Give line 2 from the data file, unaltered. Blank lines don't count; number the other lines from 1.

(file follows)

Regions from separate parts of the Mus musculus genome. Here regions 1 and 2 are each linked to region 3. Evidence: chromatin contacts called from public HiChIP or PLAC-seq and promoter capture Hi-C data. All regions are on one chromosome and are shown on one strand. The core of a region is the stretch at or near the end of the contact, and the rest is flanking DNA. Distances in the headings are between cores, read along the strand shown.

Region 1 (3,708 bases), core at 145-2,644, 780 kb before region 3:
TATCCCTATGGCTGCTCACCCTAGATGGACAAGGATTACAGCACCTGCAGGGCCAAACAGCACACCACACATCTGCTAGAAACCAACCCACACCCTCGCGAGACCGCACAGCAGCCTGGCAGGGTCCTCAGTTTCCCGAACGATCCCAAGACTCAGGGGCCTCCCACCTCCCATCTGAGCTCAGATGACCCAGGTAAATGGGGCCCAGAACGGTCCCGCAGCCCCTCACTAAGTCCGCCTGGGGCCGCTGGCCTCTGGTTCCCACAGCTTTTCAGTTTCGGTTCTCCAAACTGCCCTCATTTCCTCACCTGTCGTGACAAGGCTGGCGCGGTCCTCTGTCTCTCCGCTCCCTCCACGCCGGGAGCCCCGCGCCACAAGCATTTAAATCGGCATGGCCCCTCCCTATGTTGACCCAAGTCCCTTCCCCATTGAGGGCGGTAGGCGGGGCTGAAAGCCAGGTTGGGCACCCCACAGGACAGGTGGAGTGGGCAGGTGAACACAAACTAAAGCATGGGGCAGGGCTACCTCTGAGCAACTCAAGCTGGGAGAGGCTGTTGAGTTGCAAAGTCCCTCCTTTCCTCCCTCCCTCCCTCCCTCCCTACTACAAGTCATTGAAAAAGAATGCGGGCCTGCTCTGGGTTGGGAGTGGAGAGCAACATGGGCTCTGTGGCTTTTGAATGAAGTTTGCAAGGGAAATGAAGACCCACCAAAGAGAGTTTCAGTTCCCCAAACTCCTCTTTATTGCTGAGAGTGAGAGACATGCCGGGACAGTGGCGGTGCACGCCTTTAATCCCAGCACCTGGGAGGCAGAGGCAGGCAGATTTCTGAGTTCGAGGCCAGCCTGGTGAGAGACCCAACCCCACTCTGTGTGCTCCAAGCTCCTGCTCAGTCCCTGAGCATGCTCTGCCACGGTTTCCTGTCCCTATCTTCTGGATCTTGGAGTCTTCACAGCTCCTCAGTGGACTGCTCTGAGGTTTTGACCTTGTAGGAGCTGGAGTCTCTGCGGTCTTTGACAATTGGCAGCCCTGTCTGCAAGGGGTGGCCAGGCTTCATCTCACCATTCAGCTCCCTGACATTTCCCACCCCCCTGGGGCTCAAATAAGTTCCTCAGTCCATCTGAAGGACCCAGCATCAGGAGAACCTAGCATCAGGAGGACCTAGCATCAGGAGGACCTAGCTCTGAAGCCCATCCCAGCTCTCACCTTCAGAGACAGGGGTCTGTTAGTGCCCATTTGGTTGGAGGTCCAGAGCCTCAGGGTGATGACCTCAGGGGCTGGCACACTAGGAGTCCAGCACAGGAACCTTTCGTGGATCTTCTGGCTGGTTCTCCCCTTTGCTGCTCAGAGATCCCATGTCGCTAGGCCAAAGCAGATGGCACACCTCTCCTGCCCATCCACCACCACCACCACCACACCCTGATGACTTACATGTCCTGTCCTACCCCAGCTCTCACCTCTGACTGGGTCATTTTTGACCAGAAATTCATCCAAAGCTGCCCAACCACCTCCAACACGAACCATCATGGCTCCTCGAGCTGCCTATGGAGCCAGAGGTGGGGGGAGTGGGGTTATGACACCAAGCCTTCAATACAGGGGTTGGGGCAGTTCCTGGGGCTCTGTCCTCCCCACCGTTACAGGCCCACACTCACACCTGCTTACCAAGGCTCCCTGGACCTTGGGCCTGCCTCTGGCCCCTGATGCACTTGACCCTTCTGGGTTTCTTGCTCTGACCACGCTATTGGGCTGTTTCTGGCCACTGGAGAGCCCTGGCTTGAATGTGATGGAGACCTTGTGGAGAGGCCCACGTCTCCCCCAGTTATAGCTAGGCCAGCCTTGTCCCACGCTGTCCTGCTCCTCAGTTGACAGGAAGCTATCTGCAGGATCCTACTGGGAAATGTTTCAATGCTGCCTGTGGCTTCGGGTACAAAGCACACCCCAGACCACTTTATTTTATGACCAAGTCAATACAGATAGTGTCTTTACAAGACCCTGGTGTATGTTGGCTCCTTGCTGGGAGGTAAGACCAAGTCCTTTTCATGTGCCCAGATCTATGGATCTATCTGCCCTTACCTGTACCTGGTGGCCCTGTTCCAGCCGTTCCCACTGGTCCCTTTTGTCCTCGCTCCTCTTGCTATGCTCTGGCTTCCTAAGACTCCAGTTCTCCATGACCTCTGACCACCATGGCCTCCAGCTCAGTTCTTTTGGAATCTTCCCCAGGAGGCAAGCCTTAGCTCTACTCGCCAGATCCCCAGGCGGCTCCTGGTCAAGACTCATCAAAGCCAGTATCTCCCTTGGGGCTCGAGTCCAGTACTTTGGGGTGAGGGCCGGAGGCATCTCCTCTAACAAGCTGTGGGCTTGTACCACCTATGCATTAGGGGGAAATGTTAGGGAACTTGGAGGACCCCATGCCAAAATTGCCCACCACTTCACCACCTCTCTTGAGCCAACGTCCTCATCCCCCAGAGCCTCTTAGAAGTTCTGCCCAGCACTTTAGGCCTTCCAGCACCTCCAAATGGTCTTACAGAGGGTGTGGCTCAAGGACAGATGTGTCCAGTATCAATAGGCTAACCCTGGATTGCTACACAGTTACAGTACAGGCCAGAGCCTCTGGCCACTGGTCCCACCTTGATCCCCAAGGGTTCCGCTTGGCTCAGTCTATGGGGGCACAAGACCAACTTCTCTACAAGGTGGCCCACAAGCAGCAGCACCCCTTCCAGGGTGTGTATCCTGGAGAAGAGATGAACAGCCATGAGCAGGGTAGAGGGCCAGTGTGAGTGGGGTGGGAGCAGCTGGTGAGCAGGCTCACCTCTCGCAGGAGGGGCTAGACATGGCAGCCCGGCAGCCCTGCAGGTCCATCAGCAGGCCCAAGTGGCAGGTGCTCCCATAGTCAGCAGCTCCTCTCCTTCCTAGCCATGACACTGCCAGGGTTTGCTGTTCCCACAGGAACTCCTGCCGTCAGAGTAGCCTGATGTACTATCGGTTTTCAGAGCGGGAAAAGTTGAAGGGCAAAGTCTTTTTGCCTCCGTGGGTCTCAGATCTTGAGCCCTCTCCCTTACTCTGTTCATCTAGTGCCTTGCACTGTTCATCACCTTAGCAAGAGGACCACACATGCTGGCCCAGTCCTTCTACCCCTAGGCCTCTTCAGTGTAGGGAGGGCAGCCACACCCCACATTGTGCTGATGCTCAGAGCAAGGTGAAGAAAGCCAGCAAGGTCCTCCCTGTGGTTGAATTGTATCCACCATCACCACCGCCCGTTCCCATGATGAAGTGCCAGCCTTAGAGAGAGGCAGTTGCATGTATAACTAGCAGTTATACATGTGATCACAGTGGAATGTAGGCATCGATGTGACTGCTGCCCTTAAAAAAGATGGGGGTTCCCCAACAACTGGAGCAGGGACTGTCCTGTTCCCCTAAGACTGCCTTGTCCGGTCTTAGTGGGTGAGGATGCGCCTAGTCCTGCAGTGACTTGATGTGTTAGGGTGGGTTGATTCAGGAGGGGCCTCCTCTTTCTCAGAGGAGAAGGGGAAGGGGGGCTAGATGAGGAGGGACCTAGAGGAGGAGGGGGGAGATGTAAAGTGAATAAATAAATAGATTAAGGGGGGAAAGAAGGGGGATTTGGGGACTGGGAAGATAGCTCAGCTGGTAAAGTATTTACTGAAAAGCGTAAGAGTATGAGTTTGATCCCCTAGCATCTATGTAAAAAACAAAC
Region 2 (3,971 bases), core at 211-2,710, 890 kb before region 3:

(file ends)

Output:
Region 1 (3,708 bases), core at 145-2,644, 780 kb before region 3: